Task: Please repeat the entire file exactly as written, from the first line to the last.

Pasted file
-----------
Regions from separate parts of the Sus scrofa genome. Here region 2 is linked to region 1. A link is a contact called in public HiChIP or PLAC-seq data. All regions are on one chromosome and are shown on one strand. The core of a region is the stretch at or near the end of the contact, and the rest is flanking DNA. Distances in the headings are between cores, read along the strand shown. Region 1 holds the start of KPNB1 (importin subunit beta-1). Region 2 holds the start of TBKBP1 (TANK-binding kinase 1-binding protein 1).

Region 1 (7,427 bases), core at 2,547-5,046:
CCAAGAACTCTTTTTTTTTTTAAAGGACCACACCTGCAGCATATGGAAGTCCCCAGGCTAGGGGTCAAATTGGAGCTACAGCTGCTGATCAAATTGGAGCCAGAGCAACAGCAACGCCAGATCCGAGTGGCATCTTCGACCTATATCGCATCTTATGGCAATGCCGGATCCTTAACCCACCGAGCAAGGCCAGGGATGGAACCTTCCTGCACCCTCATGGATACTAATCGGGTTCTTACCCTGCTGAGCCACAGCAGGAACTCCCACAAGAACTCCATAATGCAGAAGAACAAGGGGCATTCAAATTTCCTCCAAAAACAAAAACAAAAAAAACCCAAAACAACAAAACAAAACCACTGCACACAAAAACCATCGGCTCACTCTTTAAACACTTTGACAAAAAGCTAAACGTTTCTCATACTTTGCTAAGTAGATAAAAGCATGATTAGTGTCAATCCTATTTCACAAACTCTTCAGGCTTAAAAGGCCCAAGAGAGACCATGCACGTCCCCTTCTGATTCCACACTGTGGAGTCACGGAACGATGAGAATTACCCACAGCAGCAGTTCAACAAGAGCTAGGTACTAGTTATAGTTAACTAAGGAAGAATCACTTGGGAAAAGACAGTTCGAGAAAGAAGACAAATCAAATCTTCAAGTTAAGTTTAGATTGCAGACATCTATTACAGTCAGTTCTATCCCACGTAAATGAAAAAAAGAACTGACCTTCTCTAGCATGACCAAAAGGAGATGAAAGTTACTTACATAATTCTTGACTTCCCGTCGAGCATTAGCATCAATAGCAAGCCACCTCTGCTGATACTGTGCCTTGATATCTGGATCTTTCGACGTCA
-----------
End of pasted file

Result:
Regions from separate parts of the Sus scrofa genome. Here region 2 is linked to region 1. A link is a contact called in public HiChIP or PLAC-seq data. All regions are on one chromosome and are shown on one strand. The core of a region is the stretch at or near the end of the contact, and the rest is flanking DNA. Distances in the headings are between cores, read along the strand shown. Region 1 holds the start of KPNB1 (importin subunit beta-1). Region 2 holds the start of TBKBP1 (TANK-binding kinase 1-binding protein 1).

Region 1 (7,427 bases), core at 2,547-5,046:
CCAAGAACTCTTTTTTTTTTTAAAGGACCACACCTGCAGCATATGGAAGTCCCCAGGCTAGGGGTCAAATTGGAGCTACAGCTGCTGATCAAATTGGAGCCAGAGCAACAGCAACGCCAGATCCGAGTGGCATCTTCGACCTATATCGCATCTTATGGCAATGCCGGATCCTTAACCCACCGAGCAAGGCCAGGGATGGAACCTTCCTGCACCCTCATGGATACTAATCGGGTTCTTACCCTGCTGAGCCACAGCAGGAACTCCCACAAGAACTCCATAATGCAGAAGAACAAGGGGCATTCAAATTTCCTCCAAAAACAAAAACAAAAAAAACCCAAAACAACAAAACAAAACCACTGCACACAAAAACCATCGGCTCACTCTTTAAACACTTTGACAAAAAGCTAAACGTTTCTCATACTTTGCTAAGTAGATAAAAGCATGATTAGTGTCAATCCTATTTCACAAACTCTTCAGGCTTAAAAGGCCCAAGAGAGACCATGCACGTCCCCTTCTGATTCCACACTGTGGAGTCACGGAACGATGAGAATTACCCACAGCAGCAGTTCAACAAGAGCTAGGTACTAGTTATAGTTAACTAAGGAAGAATCACTTGGGAAAAGACAGTTCGAGAAAGAAGACAAATCAAATCTTCAAGTTAAGTTTAGATTGCAGACATCTATTACAGTCAGTTCTATCCCACGTAAATGAAAAAAAGAACTGACCTTCTCTAGCATGACCAAAAGGAGATGAAAGTTACTTACATAATTCTTGACTTCCCGTCGAGCATTAGCATCAATAGCAAGCCACCTCTGCTGATACTGTGCCTTGATATCTGGATCTTTCGACGTCA